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Prosecutor in Kristin Smart case challenges expertise of defense forensic expert

Chloe Jones, The Tribune (San Luis Obispo, Calif.) on

Published in News & Features

SALINAS, Calif. — Forensic DNA consultant Elizabeth Johnson finished her testimony in the Kristin Smart murder trial Wednesday after a rigorous cross-examination challenging her qualifications.

Johnson previously testified she did not think the human blood protein tests performed by Angela Butler, a senior forensic DNA analyst with the Serological Research Institute in Richmond, were reliable.

This was because there have not been verification studies on how the test reacts with blood aged for more than two decades or blood in soil and the fact that different parts of the same sample yielded different results, she said.

The soil samples were extracted from beneath the deck of Ruben Flores, Paul Flores' father, who is also charged in the case.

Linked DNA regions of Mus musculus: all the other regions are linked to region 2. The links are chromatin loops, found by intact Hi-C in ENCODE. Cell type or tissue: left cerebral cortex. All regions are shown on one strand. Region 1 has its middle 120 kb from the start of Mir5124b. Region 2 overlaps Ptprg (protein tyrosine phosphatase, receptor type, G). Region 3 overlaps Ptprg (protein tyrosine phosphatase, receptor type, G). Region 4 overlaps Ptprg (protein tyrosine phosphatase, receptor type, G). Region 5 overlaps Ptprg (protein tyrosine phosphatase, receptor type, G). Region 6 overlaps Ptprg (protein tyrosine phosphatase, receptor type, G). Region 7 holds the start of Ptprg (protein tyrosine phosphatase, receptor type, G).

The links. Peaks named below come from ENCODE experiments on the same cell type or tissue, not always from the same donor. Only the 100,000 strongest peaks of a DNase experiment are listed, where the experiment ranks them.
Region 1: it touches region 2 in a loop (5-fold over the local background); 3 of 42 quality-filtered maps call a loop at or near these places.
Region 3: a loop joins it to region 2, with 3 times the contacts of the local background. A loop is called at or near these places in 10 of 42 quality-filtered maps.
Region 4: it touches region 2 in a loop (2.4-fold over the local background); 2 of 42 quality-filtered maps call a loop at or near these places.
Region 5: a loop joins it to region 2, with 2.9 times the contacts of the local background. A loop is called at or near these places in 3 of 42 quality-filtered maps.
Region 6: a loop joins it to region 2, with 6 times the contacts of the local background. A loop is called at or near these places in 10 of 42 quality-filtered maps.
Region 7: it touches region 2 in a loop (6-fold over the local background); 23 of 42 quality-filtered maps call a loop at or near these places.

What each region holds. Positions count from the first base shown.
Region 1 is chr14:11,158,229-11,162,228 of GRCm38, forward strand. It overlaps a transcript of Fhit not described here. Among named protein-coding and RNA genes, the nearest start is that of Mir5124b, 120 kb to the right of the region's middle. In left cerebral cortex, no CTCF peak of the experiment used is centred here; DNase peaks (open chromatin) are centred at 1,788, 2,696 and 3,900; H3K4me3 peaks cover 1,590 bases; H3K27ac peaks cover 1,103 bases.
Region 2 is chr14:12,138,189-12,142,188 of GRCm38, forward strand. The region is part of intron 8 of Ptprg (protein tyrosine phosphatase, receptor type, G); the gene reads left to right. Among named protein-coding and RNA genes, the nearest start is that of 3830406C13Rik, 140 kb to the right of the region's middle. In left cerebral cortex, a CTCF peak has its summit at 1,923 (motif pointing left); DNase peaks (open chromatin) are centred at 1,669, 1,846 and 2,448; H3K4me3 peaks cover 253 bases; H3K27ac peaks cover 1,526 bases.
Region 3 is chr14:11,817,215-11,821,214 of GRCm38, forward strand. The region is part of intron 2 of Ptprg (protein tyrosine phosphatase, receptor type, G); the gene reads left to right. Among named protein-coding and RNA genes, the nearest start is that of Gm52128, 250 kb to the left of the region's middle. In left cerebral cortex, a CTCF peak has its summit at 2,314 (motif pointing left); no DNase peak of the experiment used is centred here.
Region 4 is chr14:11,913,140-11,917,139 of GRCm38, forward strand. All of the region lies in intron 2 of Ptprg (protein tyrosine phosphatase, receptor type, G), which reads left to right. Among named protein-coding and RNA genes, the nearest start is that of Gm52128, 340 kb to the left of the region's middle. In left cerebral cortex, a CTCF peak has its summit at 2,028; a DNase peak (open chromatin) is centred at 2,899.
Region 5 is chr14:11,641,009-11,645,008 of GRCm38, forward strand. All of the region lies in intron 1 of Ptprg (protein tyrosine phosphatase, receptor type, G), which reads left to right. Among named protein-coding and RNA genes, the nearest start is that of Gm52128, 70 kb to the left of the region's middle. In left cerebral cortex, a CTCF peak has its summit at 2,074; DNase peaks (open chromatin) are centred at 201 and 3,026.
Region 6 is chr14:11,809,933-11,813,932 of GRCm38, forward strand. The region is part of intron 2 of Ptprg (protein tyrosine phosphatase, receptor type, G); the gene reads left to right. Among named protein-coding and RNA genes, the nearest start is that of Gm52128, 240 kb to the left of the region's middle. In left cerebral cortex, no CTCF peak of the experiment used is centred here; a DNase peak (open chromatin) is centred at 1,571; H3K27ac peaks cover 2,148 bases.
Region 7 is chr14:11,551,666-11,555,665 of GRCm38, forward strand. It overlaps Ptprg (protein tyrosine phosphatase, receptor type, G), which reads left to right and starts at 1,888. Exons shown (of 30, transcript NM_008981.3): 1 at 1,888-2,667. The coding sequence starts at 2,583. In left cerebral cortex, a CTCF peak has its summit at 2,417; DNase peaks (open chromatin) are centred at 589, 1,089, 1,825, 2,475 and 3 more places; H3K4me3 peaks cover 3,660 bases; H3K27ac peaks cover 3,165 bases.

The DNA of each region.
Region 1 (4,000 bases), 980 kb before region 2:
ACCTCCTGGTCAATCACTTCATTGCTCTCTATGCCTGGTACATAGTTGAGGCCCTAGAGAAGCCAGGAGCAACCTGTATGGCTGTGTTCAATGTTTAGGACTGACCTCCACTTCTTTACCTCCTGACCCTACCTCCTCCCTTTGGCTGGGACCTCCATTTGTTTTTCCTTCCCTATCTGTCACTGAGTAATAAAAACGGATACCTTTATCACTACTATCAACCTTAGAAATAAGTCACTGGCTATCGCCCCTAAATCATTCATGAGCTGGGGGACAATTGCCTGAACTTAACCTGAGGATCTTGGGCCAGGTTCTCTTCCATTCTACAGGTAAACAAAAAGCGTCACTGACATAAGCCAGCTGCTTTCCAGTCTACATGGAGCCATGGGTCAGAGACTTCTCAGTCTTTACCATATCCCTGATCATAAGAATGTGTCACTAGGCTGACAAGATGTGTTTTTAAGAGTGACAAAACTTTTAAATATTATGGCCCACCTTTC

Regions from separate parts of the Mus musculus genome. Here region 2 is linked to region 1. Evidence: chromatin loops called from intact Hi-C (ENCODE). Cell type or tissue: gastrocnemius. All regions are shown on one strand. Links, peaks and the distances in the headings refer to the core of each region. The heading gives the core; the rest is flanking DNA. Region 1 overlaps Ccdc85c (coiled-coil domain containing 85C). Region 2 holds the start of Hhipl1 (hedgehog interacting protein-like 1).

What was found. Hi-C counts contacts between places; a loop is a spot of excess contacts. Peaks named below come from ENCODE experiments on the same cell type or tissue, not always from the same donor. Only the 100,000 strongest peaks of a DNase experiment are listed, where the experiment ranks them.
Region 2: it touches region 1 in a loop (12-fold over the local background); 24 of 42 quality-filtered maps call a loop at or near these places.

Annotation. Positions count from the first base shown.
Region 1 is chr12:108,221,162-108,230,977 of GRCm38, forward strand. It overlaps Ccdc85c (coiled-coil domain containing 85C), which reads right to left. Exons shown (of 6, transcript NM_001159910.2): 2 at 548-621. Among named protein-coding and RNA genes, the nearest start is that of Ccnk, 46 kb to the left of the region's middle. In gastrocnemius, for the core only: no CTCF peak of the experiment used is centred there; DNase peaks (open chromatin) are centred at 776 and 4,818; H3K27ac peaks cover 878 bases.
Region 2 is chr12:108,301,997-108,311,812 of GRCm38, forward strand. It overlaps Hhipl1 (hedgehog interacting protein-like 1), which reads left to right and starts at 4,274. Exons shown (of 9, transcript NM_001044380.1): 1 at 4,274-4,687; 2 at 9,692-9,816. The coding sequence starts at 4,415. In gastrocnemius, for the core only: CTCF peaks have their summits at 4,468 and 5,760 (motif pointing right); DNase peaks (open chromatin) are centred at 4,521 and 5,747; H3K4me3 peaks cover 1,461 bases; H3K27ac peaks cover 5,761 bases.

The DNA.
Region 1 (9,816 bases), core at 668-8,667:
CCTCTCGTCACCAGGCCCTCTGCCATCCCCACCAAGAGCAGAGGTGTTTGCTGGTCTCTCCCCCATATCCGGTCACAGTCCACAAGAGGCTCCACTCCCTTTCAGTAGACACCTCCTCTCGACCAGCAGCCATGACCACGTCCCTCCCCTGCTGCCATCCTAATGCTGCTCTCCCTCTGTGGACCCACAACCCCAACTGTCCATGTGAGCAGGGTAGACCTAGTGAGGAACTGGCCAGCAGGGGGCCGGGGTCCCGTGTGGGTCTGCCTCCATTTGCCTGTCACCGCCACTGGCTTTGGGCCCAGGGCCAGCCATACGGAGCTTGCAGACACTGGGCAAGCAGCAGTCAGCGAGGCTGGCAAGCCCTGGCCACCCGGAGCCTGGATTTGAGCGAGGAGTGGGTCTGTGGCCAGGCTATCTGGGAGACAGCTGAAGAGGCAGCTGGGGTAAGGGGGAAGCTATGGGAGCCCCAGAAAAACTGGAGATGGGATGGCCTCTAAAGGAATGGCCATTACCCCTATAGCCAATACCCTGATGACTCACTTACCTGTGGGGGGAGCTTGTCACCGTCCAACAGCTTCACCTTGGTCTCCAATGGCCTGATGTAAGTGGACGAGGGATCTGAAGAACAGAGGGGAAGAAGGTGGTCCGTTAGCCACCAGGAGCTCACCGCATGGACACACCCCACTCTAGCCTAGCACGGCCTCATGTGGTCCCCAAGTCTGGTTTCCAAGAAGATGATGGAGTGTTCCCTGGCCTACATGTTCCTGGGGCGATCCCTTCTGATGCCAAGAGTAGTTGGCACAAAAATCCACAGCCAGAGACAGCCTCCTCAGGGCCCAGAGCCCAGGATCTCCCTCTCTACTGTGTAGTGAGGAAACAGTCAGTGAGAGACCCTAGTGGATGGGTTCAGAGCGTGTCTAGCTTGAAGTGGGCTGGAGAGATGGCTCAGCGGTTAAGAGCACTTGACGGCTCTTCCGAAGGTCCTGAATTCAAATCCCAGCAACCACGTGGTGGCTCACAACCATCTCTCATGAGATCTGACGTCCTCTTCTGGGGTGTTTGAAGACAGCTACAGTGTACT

Investigators believe Ruben Flores helped hide Smart's body after Paul Flores killed her and that, at one point, her body was buried underneath the deck.

When it came to the DNA found on the mattress cover presumably from Flores' dorm room, she came to the same conclusion as Butler: Neither Flores nor Smart could be included or excluded from the sample taken from a small stain.


The main difference between Johnson's and Butler's opinions on the mattress cover was whether the data extracted from the stain should be considered separate from data taken from the sample around the stain.

Butler testified the stain should be considered different, but Johnson said it should be considered the same.

On his cross-examination, San Luis Obispo County Deputy District Attorney Chris Peuvrelle focused on Johnson's qualifications, noting that she had not worked in a lab since 2003.

The lab she did work in was not accredited by any lab accreditation organization, Johnson testified.


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